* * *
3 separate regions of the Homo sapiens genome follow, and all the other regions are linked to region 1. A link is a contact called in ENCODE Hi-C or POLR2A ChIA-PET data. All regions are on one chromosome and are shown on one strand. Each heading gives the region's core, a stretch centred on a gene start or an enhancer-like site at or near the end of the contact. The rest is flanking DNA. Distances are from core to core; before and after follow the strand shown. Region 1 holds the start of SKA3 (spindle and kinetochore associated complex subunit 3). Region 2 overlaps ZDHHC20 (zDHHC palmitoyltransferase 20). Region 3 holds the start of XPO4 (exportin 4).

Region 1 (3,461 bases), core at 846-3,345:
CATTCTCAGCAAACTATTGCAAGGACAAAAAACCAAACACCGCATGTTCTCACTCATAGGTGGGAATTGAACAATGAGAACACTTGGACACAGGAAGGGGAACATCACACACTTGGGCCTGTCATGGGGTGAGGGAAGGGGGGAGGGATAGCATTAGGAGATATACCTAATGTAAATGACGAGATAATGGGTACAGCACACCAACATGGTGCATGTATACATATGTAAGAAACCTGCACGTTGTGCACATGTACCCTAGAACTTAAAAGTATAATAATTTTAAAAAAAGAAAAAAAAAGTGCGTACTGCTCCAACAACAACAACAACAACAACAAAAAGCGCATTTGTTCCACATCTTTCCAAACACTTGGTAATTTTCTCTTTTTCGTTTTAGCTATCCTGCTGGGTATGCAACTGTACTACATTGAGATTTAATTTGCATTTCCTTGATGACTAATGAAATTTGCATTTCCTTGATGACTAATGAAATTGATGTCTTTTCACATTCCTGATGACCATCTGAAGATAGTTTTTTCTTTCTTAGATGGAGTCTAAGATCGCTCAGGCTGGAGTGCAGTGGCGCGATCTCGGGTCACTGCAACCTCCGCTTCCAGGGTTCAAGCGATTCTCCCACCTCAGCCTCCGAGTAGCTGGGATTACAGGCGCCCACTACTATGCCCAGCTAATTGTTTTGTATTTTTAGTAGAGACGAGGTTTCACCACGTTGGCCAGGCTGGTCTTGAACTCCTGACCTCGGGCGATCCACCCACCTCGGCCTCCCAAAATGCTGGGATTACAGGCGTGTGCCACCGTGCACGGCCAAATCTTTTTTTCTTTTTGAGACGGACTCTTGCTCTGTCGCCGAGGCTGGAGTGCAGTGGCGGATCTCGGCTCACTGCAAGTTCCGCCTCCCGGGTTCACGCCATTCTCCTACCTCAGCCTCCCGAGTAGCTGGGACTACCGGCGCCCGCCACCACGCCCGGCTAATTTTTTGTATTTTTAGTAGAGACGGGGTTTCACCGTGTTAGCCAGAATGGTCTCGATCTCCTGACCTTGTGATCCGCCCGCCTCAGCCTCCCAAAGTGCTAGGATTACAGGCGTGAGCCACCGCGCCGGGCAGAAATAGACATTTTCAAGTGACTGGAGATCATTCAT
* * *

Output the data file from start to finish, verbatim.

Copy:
3 separate regions of the Homo sapiens genome follow, and all the other regions are linked to region 1. A link is a contact called in ENCODE Hi-C or POLR2A ChIA-PET data. All regions are on one chromosome and are shown on one strand. Each heading gives the region's core, a stretch centred on a gene start or an enhancer-like site at or near the end of the contact. The rest is flanking DNA. Distances are from core to core; before and after follow the strand shown. Region 1 holds the start of SKA3 (spindle and kinetochore associated complex subunit 3). Region 2 overlaps ZDHHC20 (zDHHC palmitoyltransferase 20). Region 3 holds the start of XPO4 (exportin 4).

Region 1 (3,461 bases), core at 846-3,345:
CATTCTCAGCAAACTATTGCAAGGACAAAAAACCAAACACCGCATGTTCTCACTCATAGGTGGGAATTGAACAATGAGAACACTTGGACACAGGAAGGGGAACATCACACACTTGGGCCTGTCATGGGGTGAGGGAAGGGGGGAGGGATAGCATTAGGAGATATACCTAATGTAAATGACGAGATAATGGGTACAGCACACCAACATGGTGCATGTATACATATGTAAGAAACCTGCACGTTGTGCACATGTACCCTAGAACTTAAAAGTATAATAATTTTAAAAAAAGAAAAAAAAAGTGCGTACTGCTCCAACAACAACAACAACAACAACAAAAAGCGCATTTGTTCCACATCTTTCCAAACACTTGGTAATTTTCTCTTTTTCGTTTTAGCTATCCTGCTGGGTATGCAACTGTACTACATTGAGATTTAATTTGCATTTCCTTGATGACTAATGAAATTTGCATTTCCTTGATGACTAATGAAATTGATGTCTTTTCACATTCCTGATGACCATCTGAAGATAGTTTTTTCTTTCTTAGATGGAGTCTAAGATCGCTCAGGCTGGAGTGCAGTGGCGCGATCTCGGGTCACTGCAACCTCCGCTTCCAGGGTTCAAGCGATTCTCCCACCTCAGCCTCCGAGTAGCTGGGATTACAGGCGCCCACTACTATGCCCAGCTAATTGTTTTGTATTTTTAGTAGAGACGAGGTTTCACCACGTTGGCCAGGCTGGTCTTGAACTCCTGACCTCGGGCGATCCACCCACCTCGGCCTCCCAAAATGCTGGGATTACAGGCGTGTGCCACCGTGCACGGCCAAATCTTTTTTTCTTTTTGAGACGGACTCTTGCTCTGTCGCCGAGGCTGGAGTGCAGTGGCGGATCTCGGCTCACTGCAAGTTCCGCCTCCCGGGTTCACGCCATTCTCCTACCTCAGCCTCCCGAGTAGCTGGGACTACCGGCGCCCGCCACCACGCCCGGCTAATTTTTTGTATTTTTAGTAGAGACGGGGTTTCACCGTGTTAGCCAGAATGGTCTCGATCTCCTGACCTTGTGATCCGCCCGCCTCAGCCTCCCAAAGTGCTAGGATTACAGGCGTGAGCCACCGCGCCGGGCAGAAATAGACATTTTCAAGTGACTGGAGATCATTCAT